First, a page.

Welcome to The Weekend Stream, a relaxing weekly review of notable digital-only catalogue titles. There may be no CD or vinyl, but there's plenty of great new/old music to usher you into the weekend. The latest features new and old soundtracks, EPs and holiday favorites and much more!
This weekend sees the release of "Weird Al" Yankovic's second foray into feature film: a hilariously-exaggerated biopic co-written by Yankovic and starring Daniel Radcliffe (Harry Potter himself) as the legendary pop parodist. Al re-recorded five of his enduring hits plus a new end credits song ("Now You Know") for the film, and the soundtrack - due to be released on CD in January and vinyl in May - also includes a heap of score cues from Cobra Kai composers Leo Birenberg and Zach Robinson, plus some other polka ephemera.
As they embark on a tour of England, legendary pop/rockers Squeeze have issued a new EP, their first release since 2017's full-length The Knowledge. It's anchored by the new title track from singers/songwriters Chris Difford and Glenn Tilbrook, melodically and lyrically taking on the health and hunger crises gripping Great Britain. (The group's tour will include food donation boxes at every stop, and proceeds from this EP - available on CD at those dates - will benefit British charity The Trussell Trust.) Food for Thought also includes new studio rearrangements of deep cut "The Very First Dance" (off 1982's Sweets from a Stranger) and 1995 single "Electric Trains," as well as three live tracks.
The Voice of Romance - and quite accurately, The Voice of Christmas - is back with his first-ever holiday EP, the (currently) digital-only A Merry Little Christmas (emphasis on the Little)! This beautiful new four-song set is Mathis' first solo studio project in over five years, and features his silken reinterpretations of four yuletide classics with which he's long been associated. Both "White Christmas" and "Blue Christmas" appeared on his very first Christmas album (1958's Merry Christmas) while his first recording of "Have Yourself a Merry Little Christmas" was just a few years later, for 1963's Sounds of Christmas. Johnny's 1976 U.K. No. 1 "When a Child Is Born" rounds out the EP produced by Jay Landers and Fred Mollin. Mathis' vocal instrument is as clarion as ever, and his lyric interpretation even more touching with the passage of time. Christmas music doesn't get much more elegant or timeless than this.
Two decades ago, Eminem starred in 8 Mile, a loose adaptation of his hardscrabble life and burgeoning rap career in Detroit. The film was anchored by one of his biggest hits, the hard-driving "Lose Yourself," which would top the U.S. charts for a dozen weeks and become the first hip-hop song to win an Academy Award for Best Original Song. The soundtrack, featuring cuts from Jay-Z, 50 Cent, Nas and Eminem's posse D12, has been digitally reissued to commemorate the two-decade mark, now including not only instrumentals of every track but a rare demo of "Lose Yourself."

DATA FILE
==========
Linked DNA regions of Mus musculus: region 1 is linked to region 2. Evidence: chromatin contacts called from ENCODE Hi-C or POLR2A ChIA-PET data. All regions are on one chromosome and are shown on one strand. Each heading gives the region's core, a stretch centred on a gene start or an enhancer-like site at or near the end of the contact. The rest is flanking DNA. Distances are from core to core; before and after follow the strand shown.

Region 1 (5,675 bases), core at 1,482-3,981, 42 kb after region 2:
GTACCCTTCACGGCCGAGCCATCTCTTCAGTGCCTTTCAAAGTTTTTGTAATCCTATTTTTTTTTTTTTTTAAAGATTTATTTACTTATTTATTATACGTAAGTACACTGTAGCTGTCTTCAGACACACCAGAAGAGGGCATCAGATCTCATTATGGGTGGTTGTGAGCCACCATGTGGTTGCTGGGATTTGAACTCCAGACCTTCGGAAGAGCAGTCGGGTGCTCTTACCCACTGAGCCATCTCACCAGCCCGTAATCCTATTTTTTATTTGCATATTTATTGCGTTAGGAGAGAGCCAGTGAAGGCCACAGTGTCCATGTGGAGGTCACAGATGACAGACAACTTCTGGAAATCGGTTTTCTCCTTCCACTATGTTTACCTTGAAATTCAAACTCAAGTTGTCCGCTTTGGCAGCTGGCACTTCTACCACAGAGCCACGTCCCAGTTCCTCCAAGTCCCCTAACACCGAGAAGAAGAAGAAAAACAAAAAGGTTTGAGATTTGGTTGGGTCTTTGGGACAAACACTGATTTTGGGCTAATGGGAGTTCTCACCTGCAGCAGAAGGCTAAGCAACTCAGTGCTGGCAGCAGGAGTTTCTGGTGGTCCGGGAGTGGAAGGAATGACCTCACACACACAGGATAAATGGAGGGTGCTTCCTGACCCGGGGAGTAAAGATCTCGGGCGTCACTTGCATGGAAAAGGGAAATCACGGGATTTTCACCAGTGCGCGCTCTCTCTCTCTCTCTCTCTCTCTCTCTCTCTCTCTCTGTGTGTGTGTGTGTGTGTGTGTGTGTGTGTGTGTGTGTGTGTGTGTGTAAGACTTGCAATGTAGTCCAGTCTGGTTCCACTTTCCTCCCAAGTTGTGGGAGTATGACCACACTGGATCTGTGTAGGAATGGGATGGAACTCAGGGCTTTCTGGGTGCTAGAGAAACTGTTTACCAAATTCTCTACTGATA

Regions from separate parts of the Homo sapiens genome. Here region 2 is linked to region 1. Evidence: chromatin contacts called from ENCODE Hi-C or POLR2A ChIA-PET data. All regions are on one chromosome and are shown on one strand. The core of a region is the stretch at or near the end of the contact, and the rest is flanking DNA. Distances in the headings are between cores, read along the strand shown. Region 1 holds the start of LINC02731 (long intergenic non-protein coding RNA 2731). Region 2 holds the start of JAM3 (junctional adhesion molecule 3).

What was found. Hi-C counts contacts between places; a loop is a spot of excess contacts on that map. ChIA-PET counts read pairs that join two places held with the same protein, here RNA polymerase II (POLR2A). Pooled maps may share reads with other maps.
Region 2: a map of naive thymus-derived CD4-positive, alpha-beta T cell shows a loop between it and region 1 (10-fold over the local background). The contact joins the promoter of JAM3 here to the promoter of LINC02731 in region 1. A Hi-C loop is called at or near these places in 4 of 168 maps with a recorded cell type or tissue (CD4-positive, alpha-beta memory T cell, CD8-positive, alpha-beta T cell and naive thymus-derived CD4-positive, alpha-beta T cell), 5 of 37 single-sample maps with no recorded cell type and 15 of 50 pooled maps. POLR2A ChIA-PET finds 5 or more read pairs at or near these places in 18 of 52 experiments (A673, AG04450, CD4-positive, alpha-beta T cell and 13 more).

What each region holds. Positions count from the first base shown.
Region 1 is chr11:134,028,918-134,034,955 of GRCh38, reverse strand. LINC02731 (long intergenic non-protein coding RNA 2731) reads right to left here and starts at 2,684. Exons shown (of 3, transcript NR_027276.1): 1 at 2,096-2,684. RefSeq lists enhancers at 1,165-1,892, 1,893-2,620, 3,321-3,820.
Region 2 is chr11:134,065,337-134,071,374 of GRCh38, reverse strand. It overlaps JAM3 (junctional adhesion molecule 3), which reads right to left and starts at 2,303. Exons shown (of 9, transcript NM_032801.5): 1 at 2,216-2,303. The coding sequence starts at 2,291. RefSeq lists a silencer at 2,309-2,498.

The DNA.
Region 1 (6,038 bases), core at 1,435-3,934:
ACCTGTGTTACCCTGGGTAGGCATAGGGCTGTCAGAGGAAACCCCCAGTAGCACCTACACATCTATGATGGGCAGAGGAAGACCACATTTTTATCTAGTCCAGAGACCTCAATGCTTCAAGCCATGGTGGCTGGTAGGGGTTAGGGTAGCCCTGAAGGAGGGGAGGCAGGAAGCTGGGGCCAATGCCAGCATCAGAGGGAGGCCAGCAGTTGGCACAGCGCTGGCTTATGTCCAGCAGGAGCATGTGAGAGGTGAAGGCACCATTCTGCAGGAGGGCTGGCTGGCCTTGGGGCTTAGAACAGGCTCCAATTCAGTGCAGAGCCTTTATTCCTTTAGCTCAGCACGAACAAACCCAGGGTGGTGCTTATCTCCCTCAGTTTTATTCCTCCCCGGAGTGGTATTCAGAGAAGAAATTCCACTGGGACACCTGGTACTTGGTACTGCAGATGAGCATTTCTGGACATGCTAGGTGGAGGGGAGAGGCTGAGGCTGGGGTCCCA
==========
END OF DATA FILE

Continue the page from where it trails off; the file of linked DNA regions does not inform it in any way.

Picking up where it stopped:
The unmistakable, reassuring, and warm voice of the late B.J. Thomas brings a touch of romance to the holiday season with this new single release. His never-before-heard recording of "Merry Christmas, Baby" (not the Charles Brown R&B staple, but rather an original song) is a sweet slice of seasonal nostalgia recorded in Nashville during sessions for Thomas' 1997 album Christmas is Coming Home. While an expanded edition of the full album didn't materialize this year as planned, this single offers a taste of the positivity, heart, comfort, and uplift for which Thomas was known. It makes for an essential addition to any Christmas playlist.
Charlie Parker's string-suffused sessions of 1949 and 1950 with producer Norman Granz were some of the most beloved of the saxophonist's career. Nearly 30 years later, Columbia got their hands on similar recordings cut in three legendary live venues in New York between 1950 and 1952; that 1977 collection is now making its digital debut.
The companion album to the acclaimed 1993 drama about violence in the Watts and Crenshaw neighborhoods of Los Angeles features tracks by the film's co-stars MC Eiht and Too $hort plus tracks by Boogie Down Productions, Hi-Five, Brand Nubian, UGK and more.
"I have been seeking P.F. Sloan, but no one knows where he has gone / No one ever heard the song that good old boy sent winging." Jimmy Webb's moving elegy for the (then-very much alive) P.F. Sloan immortalized the singer-songwriter for all time. But Sloan's songs never really disappeared - not "Eve of Destruction," "Let Me Be," "A Must to Avoid," "Secret Agent Man," "You Baby," or "Another Day, Another Heartache" (most of which were co-authored with Steve Barri). One of his albums did disappear, however: 1972's Raised on Records, originally issued on the Mums label. Now, his fourth LP (following two for Dunhill and one for Atco) makes its digital premiere from Legacy. The album features 11 Sloan tunes on which he's backed by musicians including Hal Blaine, Larry Knechtel, and Joe Osborn of The Wrecking Crew; Michael Omartian; John Barbata of The Turtles; Chris Ethridge of The Flying Burrito Brothers; Bobbye Hall; and Barry Beckett. Sloan didn't record another solo album for more than two decades. Now, this lost chapter of his vibrant discography can be rediscovered anew. These songs belong to P.F. Sloan.